That said, part of the problem is that teachers need to have someone as their 'go to' person. Someone who is available whenever needed and wherever needed. Many of our public schools in Philadelphia do not have such a point person for technology. As such, there is not safety net or support for teachers. The result: little to no technology integration. As the Technology Teacher Leader in my building I teach 6 classes a day, fix computer issues that arise, train teachers and troubleshoot all technology in the building. No way do I have enough time to do any modeling, observing or co-teaching.

I think you're up the right alley, Steve. Those are the necessary methods for ensuring successful implementation and positive reception of new tools. In the ideal 21st Century school..........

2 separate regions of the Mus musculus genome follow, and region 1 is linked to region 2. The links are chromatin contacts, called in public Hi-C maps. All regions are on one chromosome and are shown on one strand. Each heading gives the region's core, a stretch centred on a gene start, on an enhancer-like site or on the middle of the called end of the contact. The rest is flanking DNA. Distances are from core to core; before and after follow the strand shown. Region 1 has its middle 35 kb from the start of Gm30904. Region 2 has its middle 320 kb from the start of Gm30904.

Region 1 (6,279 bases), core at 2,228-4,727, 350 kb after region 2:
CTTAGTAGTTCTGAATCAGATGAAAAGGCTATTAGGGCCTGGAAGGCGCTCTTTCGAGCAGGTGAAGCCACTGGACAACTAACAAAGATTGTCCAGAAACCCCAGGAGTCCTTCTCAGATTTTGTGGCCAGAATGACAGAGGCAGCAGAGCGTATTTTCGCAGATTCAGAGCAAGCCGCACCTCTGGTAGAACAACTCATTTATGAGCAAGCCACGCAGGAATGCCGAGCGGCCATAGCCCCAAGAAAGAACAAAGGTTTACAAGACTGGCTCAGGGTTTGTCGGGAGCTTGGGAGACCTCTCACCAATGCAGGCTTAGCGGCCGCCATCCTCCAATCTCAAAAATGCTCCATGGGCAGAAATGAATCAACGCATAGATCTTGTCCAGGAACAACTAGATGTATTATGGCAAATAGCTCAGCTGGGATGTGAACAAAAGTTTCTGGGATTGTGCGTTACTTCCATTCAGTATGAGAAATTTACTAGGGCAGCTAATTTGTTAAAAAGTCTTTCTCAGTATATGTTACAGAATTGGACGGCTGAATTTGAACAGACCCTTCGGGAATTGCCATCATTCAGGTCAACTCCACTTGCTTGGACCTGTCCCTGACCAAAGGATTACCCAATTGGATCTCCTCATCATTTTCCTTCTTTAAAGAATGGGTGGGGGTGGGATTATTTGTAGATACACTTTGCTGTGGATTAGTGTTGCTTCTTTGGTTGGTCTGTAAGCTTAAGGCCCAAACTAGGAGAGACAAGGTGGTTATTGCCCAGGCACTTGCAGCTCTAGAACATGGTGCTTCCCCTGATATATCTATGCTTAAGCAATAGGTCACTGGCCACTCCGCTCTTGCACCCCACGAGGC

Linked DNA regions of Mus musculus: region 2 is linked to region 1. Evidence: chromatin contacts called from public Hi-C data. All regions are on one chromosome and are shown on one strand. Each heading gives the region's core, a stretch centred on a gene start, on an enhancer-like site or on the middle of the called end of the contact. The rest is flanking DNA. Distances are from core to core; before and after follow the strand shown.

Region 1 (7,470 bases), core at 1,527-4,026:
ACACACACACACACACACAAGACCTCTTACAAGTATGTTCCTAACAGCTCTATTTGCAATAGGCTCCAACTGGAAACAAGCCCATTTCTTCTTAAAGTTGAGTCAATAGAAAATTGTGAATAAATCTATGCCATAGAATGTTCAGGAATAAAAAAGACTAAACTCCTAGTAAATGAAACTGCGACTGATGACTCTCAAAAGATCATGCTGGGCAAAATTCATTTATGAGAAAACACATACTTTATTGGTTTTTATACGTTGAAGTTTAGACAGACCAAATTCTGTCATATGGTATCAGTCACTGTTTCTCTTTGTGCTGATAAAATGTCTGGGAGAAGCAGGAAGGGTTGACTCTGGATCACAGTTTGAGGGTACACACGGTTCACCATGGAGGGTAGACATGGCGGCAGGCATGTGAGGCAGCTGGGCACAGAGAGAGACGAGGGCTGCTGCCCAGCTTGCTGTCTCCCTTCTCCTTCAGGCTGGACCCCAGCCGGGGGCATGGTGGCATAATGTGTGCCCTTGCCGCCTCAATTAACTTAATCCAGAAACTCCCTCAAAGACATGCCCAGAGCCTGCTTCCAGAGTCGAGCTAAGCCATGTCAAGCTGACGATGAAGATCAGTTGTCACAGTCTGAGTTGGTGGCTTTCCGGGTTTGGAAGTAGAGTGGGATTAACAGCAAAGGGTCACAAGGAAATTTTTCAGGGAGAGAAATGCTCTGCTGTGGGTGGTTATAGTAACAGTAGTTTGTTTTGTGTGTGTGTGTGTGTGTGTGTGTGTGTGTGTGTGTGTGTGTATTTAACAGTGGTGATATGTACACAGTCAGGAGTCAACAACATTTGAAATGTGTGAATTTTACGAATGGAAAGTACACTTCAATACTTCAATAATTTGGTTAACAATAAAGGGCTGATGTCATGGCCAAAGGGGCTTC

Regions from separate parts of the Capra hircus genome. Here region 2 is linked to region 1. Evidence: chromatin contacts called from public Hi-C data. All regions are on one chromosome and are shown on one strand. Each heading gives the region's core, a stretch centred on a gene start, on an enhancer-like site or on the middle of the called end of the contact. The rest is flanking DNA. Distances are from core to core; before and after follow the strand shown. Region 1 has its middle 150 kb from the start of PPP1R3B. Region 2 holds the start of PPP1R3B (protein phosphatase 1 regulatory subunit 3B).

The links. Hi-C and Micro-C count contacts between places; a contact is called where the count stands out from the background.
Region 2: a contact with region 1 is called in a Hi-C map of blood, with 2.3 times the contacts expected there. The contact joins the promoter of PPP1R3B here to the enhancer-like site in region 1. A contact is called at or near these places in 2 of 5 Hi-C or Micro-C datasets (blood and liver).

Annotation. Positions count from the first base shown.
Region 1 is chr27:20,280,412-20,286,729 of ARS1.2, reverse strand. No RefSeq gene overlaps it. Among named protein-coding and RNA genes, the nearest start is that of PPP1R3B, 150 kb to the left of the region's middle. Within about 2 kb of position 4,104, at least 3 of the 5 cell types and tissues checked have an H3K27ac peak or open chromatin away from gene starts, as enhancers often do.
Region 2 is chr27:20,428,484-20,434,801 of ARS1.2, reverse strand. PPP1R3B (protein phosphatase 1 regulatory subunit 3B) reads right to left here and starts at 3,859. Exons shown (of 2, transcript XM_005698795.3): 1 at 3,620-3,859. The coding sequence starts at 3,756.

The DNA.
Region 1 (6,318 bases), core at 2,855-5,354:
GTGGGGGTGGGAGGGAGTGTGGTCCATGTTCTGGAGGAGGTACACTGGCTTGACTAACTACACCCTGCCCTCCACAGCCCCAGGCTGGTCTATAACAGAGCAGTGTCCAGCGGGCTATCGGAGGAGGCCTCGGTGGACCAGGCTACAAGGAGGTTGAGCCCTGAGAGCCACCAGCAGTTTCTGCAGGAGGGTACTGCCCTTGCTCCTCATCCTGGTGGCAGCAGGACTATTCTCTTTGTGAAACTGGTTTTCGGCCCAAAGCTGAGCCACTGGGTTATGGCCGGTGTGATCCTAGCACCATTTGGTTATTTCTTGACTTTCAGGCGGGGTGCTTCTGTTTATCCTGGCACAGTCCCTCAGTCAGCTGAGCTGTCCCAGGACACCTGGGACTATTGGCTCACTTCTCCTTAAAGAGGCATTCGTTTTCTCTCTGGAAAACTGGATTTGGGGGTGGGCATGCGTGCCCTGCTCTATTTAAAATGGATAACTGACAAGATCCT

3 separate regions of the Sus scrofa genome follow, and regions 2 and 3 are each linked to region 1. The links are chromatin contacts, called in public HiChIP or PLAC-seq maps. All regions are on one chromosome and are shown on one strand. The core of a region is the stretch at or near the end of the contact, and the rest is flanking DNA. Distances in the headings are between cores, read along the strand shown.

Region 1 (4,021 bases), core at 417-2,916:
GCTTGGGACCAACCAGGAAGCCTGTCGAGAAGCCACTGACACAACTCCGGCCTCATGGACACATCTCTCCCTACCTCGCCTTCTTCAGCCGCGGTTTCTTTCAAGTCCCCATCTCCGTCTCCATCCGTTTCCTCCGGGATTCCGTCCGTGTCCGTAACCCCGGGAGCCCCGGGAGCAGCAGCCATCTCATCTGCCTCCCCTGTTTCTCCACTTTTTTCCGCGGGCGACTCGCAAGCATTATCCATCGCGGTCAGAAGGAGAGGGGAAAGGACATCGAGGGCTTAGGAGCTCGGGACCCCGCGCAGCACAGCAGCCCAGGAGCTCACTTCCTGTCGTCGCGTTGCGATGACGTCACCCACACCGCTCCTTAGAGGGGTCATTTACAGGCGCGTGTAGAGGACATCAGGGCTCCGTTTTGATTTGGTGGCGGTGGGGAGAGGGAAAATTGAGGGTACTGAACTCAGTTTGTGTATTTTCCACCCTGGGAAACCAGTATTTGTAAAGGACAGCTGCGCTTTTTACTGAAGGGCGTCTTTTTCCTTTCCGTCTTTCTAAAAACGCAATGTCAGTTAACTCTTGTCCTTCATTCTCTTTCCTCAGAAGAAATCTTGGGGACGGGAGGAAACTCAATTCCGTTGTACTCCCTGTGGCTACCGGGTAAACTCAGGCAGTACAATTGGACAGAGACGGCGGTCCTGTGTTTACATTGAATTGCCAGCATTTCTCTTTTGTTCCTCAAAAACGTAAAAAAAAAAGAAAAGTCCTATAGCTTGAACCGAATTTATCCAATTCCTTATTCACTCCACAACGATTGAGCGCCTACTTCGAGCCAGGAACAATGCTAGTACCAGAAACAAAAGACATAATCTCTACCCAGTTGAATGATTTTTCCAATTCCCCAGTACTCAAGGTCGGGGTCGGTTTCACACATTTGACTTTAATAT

So, a question about time-

What should the actual school week look like for teachers, as far as time/support for instruction is concerned? I'm implementing a new way of targeting PD this year that, at least at this early stage, seems to be going well. Twice a month, I go into specific PLC meetings (Professional Learning Community for those that aren't doing this yet- it is basically a way to get more collaboration/planning for teachers in similar content areas, both vertical and horizontal). I introduce a tech tool for about 10 minutes that is targeted directly at their content/grade level (for example, I showed Google Sky to 6th grade science, showed Wordle for L Arts, etc., etc.). I tell teachers that if they see something they'd like to tackle with their kids either in the lab or their room- we will sit down and plan. Then I sit down with the teacher, talk about what concept they're working on, then I'll start the model/coteach/observe plan with them.